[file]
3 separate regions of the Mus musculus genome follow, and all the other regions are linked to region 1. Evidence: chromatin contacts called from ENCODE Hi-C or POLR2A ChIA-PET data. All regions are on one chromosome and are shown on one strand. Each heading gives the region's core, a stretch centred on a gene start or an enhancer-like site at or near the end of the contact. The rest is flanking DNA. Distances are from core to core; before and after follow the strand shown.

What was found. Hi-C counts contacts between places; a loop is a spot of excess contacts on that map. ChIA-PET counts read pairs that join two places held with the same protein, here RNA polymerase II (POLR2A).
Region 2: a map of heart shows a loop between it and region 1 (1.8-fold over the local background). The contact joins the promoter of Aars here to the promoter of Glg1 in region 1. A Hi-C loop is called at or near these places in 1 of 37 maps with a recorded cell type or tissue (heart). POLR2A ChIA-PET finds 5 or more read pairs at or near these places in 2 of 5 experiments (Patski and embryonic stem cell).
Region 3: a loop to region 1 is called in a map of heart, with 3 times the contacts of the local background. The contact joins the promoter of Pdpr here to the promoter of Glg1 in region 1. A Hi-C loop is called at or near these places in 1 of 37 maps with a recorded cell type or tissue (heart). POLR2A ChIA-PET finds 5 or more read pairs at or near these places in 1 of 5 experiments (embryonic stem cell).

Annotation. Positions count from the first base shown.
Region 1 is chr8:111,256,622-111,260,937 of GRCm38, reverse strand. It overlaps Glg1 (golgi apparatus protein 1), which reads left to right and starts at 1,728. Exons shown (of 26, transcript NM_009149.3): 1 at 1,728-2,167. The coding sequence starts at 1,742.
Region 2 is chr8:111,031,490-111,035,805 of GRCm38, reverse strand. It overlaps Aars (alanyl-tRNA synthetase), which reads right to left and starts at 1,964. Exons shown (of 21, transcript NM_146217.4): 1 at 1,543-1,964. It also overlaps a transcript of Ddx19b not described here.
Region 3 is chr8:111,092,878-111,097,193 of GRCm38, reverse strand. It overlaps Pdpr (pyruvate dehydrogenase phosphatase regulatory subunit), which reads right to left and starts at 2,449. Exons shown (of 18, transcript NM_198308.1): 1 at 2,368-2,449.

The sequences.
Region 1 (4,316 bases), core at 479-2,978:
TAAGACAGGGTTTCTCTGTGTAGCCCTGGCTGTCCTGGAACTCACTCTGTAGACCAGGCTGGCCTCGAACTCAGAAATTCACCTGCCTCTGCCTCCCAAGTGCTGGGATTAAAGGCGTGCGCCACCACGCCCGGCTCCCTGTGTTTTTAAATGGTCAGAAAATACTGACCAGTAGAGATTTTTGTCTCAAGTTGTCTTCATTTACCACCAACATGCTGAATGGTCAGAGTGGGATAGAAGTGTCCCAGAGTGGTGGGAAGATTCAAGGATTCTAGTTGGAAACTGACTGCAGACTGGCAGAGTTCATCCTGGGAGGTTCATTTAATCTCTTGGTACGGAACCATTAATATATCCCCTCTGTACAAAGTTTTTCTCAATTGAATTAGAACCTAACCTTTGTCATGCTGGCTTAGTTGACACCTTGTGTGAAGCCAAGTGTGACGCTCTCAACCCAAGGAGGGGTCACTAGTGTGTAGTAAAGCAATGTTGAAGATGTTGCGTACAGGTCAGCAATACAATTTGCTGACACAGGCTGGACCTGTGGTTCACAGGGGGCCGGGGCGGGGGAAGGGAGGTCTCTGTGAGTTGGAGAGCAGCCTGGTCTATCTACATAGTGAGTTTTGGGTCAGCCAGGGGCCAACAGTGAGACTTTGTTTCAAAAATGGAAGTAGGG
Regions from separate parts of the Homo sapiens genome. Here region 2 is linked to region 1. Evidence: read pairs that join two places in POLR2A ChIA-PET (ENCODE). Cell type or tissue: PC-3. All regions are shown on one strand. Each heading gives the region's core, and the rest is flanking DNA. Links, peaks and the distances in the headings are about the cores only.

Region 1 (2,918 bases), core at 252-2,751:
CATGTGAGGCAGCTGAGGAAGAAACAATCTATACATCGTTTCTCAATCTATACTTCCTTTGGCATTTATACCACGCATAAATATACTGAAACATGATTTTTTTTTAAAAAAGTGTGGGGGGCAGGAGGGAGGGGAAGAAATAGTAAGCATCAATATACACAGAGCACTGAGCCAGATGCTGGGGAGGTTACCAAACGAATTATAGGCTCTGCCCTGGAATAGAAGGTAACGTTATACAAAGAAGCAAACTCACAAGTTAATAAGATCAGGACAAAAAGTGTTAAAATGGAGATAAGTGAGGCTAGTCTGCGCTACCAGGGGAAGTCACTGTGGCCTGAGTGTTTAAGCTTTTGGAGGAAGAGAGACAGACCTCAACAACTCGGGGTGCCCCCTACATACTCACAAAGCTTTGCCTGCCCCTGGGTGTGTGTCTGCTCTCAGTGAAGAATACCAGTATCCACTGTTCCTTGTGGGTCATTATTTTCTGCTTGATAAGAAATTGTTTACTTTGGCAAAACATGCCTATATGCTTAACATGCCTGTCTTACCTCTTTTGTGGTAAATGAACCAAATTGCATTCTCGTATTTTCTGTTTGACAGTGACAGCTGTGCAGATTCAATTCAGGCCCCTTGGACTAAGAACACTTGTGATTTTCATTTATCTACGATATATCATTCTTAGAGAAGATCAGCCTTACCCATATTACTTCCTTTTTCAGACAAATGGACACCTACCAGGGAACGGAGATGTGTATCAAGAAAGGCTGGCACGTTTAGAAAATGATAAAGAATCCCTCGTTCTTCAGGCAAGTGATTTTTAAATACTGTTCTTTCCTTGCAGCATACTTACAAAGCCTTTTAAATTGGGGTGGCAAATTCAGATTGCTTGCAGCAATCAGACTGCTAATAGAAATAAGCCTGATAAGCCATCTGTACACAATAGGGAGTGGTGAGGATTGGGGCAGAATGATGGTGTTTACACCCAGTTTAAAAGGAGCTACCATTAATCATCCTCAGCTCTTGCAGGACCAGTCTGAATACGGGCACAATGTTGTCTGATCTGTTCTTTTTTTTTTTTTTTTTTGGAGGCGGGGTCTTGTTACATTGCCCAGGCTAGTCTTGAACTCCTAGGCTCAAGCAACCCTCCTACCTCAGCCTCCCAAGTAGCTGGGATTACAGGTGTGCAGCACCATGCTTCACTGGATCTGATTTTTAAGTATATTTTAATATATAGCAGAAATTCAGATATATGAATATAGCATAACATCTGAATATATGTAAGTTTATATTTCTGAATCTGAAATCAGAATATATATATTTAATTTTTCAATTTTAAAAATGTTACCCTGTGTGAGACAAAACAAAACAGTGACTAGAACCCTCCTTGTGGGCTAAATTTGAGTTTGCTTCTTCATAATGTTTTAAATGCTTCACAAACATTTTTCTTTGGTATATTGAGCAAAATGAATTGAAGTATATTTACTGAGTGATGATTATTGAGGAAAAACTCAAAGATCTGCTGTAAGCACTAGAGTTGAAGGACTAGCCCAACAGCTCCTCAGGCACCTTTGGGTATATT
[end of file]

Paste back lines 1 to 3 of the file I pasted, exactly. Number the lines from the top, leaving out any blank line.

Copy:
3 separate regions of the Mus musculus genome follow, and all the other regions are linked to region 1. Evidence: chromatin contacts called from ENCODE Hi-C or POLR2A ChIA-PET data. All regions are on one chromosome and are shown on one strand. Each heading gives the region's core, a stretch centred on a gene start or an enhancer-like site at or near the end of the contact. The rest is flanking DNA. Distances are from core to core; before and after follow the strand shown.

What was found. Hi-C counts contacts between places; a loop is a spot of excess contacts on that map. ChIA-PET counts read pairs that join two places held with the same protein, here RNA polymerase II (POLR2A).
Region 2: a map of heart shows a loop between it and region 1 (1.8-fold over the local background). The contact joins the promoter of Aars here to the promoter of Glg1 in region 1. A Hi-C loop is called at or near these places in 1 of 37 maps with a recorded cell type or tissue (heart). POLR2A ChIA-PET finds 5 or more read pairs at or near these places in 2 of 5 experiments (Patski and embryonic stem cell).